Luckily we weren’t far from Stein Inn, the oldest inn on the Isle of Skye dating back to 1790. The interior of this pub is traditionally decorated and they serve hearty homemade meals. Dogs are welcome until 6pm every day and Elsa snuggled up under the table quite comfortably while we had lunch.

Homeward bound via Helensburgh

On the way home we stopped in Helensburgh for one night at another place that I found on Airbnb.  The ground-floor annex was much bigger than I had expected and the hosts were so friendly, even recommending a dog friendly restaurant within walking distance in town called Sugar Boat. Although we were tempted to go we were also very tired from the journey and opted for a takeaway and a cosy night by the fire with Elsa instead.

The drive home felt like it took a lot longer than the outward journey, but that’s mostly due to the traffic when we hit the M6! Elsa was wonderfully patient in the car, but so happy to get home.

Holidays always come to an end too soon but The Isle of Skye was a great place to visit and it was wonderful to be able to share the experience with Elsa. The trip has really whet my appetite to explore more of Scotland, particularly The Hebridean Islands, so no doubt we will be back again!

Additional Info & Travel Tips for visiting the Isle of Skye

  • Don't forget to pack waterproof clothing for you and your dog, it's guaranteed to rain!
  • Be prepared to keep your dog on a lead wherever you go and respect the local wildlife, sheep and cattle. Click here to read more about the Scottish Outdoor Access Code and dogs. 
  • Be prepared for chaotic roads! You will encounter lots of other tourists, many of whom travel in coaches and campervans down the single track roads. The lack of car parking can be an issue around all of the areas of interest including the Old Man of Storr, Fairy Pools and the Fairy Glen.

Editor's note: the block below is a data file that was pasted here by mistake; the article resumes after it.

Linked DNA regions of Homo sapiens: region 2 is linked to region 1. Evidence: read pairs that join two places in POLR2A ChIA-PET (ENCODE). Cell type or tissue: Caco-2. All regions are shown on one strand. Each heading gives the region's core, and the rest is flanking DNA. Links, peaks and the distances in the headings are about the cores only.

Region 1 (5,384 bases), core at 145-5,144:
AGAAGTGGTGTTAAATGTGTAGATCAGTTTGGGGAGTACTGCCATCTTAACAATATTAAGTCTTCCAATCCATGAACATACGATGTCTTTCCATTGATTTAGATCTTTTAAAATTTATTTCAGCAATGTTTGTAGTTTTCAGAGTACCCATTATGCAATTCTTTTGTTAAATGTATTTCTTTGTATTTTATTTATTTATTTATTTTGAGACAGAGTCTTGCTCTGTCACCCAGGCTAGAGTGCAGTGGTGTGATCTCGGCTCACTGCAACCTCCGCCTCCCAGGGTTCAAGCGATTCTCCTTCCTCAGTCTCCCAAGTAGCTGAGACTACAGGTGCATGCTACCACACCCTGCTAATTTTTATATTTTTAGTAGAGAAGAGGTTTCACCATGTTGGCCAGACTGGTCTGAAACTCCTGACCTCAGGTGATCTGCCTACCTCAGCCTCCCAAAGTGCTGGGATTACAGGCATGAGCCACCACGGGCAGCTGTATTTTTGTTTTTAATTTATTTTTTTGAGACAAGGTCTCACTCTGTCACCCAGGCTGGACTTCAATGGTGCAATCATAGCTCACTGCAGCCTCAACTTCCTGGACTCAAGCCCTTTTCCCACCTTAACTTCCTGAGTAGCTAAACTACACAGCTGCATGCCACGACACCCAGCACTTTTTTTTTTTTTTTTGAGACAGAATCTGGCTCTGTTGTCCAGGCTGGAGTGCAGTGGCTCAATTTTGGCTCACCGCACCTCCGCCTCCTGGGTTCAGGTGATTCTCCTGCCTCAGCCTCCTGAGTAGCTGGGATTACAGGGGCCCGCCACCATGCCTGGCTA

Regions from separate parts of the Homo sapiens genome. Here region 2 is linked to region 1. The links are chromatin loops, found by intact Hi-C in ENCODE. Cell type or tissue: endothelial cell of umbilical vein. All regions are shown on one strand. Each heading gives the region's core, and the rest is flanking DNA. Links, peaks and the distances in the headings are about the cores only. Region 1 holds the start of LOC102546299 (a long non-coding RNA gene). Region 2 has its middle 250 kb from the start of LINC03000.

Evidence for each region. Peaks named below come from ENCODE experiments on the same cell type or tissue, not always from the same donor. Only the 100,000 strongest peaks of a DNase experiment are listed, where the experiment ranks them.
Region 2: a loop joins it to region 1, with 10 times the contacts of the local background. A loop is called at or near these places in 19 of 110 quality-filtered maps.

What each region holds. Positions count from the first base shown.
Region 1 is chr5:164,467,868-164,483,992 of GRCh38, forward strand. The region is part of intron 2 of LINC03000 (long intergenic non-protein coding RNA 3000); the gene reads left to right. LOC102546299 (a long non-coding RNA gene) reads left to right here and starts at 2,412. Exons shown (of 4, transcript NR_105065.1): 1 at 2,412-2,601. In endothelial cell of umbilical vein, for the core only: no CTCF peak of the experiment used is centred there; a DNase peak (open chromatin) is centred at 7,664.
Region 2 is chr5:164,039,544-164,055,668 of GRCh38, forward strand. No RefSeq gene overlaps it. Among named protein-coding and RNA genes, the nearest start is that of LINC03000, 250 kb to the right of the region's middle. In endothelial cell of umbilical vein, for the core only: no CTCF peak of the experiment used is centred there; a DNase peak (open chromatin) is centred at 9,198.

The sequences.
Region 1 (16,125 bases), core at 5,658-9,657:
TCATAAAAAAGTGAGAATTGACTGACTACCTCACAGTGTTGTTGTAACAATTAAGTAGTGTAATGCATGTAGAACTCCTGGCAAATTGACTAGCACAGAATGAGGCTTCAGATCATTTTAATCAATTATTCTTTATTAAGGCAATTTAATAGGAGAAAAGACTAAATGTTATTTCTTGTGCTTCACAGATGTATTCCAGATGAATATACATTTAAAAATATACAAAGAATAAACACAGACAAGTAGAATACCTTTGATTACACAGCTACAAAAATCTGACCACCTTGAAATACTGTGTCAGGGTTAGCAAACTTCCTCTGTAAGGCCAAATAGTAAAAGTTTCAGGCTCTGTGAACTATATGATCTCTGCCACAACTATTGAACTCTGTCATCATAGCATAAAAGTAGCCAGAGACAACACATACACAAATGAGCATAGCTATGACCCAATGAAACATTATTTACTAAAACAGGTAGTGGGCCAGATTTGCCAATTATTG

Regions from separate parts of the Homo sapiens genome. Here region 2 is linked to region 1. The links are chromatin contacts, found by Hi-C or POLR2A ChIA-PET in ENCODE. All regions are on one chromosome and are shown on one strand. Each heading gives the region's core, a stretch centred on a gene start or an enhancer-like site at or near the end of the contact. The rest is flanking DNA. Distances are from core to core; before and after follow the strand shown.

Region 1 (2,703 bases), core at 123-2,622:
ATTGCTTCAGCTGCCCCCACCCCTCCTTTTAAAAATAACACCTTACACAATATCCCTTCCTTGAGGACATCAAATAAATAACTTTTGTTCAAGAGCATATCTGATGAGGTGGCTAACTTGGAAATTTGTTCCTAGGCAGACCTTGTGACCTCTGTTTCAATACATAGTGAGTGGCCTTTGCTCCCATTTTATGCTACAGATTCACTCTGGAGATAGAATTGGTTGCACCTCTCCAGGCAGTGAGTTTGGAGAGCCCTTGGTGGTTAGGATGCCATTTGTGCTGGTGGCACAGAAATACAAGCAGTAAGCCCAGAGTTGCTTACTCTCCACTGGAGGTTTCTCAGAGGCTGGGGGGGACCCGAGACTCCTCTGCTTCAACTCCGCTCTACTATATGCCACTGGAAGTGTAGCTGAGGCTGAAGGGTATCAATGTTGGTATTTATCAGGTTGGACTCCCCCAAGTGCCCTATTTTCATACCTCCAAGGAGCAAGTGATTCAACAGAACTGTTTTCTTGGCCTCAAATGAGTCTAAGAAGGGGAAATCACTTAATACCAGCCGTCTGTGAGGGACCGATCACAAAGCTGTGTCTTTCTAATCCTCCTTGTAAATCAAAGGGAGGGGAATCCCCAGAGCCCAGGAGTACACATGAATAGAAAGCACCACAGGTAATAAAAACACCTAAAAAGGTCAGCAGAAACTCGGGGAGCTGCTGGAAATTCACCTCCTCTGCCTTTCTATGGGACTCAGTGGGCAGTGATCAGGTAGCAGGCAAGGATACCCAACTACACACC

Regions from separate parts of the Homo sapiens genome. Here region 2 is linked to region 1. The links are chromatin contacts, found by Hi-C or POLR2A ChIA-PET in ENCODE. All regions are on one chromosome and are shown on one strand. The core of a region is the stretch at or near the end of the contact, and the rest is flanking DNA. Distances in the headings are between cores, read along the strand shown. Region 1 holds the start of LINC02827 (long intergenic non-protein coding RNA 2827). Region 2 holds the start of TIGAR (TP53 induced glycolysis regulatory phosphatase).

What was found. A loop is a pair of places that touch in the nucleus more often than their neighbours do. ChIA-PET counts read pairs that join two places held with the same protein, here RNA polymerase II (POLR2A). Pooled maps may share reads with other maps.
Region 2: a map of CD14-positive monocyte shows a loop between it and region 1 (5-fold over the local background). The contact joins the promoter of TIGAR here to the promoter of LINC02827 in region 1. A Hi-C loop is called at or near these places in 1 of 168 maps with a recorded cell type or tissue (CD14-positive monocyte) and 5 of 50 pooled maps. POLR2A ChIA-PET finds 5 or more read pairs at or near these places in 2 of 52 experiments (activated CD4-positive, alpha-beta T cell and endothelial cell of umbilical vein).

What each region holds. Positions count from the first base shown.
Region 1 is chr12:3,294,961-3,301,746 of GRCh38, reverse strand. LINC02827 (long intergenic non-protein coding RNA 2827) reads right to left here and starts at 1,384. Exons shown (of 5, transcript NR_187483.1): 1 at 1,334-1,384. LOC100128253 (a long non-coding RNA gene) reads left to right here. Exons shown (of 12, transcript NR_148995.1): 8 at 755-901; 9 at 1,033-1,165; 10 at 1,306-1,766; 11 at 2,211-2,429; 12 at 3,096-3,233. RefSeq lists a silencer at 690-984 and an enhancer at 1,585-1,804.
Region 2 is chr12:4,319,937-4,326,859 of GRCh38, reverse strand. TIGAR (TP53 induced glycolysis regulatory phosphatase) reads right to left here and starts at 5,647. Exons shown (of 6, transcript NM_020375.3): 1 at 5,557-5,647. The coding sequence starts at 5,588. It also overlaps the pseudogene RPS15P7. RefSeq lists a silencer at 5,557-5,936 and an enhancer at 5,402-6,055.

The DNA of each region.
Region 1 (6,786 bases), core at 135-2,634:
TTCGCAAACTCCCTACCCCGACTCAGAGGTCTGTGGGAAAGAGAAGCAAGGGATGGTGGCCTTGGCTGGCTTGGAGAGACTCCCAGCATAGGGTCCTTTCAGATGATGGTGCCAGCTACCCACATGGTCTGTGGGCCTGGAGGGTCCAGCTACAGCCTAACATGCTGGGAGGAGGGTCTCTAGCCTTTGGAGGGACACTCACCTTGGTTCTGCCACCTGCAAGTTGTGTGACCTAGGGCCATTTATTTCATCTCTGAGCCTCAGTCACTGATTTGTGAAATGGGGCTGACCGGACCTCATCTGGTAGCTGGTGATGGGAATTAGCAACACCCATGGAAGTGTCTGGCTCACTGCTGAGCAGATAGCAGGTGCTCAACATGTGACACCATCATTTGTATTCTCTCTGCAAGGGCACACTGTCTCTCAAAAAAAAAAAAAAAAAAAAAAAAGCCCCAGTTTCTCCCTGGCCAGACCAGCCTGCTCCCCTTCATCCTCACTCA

• Petrol stations are few and far between so make sure to top-up regularly.
  • Mobile reception (including 4G) is surprisingly good across the island!
  • Food and drink is quite cheap! For example, a three course Sunday meal at the Uig Hotel costs approx £15 (food only).

Paws across Britain’s Scotland Travel Essentials

- Check out PaB Pack member Miss Darcy on the Oct 2018 cover of Dogs Monthly! -

As expected, the climate on Skye was very wet and windy so I was pleased that I’d decided to bring all of Elsa’s coats with us, along with her Equafleece! There are lots of free-roaming sheep and cattle on the islands, so I made sure that Elsa was up-to-date with all of her flea, tick and worming treatments before we left. 

I didn't want to take any chances so I took the Vita Canis Tick Off spray with us for Elsa, just in case... Scotland is famous for midges so I wore my insect-repellent bracelet (also from Vita Canis) for the entire trip and I’m pleased to report that we weren't troubled by any bugs!

We always pack plenty of ORIJEN dog food and treats for Elsa.

Elsa can be a bit picky when it comes to how and when she eats her food, (especially if we are away from home and her routine is disrupted) but if we give her a warm bowl of ORIJEN Freeze Dried food she will eat it without hesitation. It's also easy to carry and measure out so this is our number one choice when we travel!


  1. Hollie beth
    28th March 2019 / 7:20 pm

    Thank you for this fabulous blog! We are off to Skye and Harris this Easter and I was finding it so tricky to get any information about dog friendly places until I found your site!
    I think I might be lazy and just copy your itinerary rather than plan our own as yours sounds great. Pictures look fabulous. It’s really got us all excited for our trip now, especially Louie the lurcher as he loves a good beach (and the odd museum! Haha)

    • Kelly
      28th March 2019 / 7:28 pm

      Thank you for your kind comments! I’m sure you’ll have a lovely time, it’s a wonderful area 🐾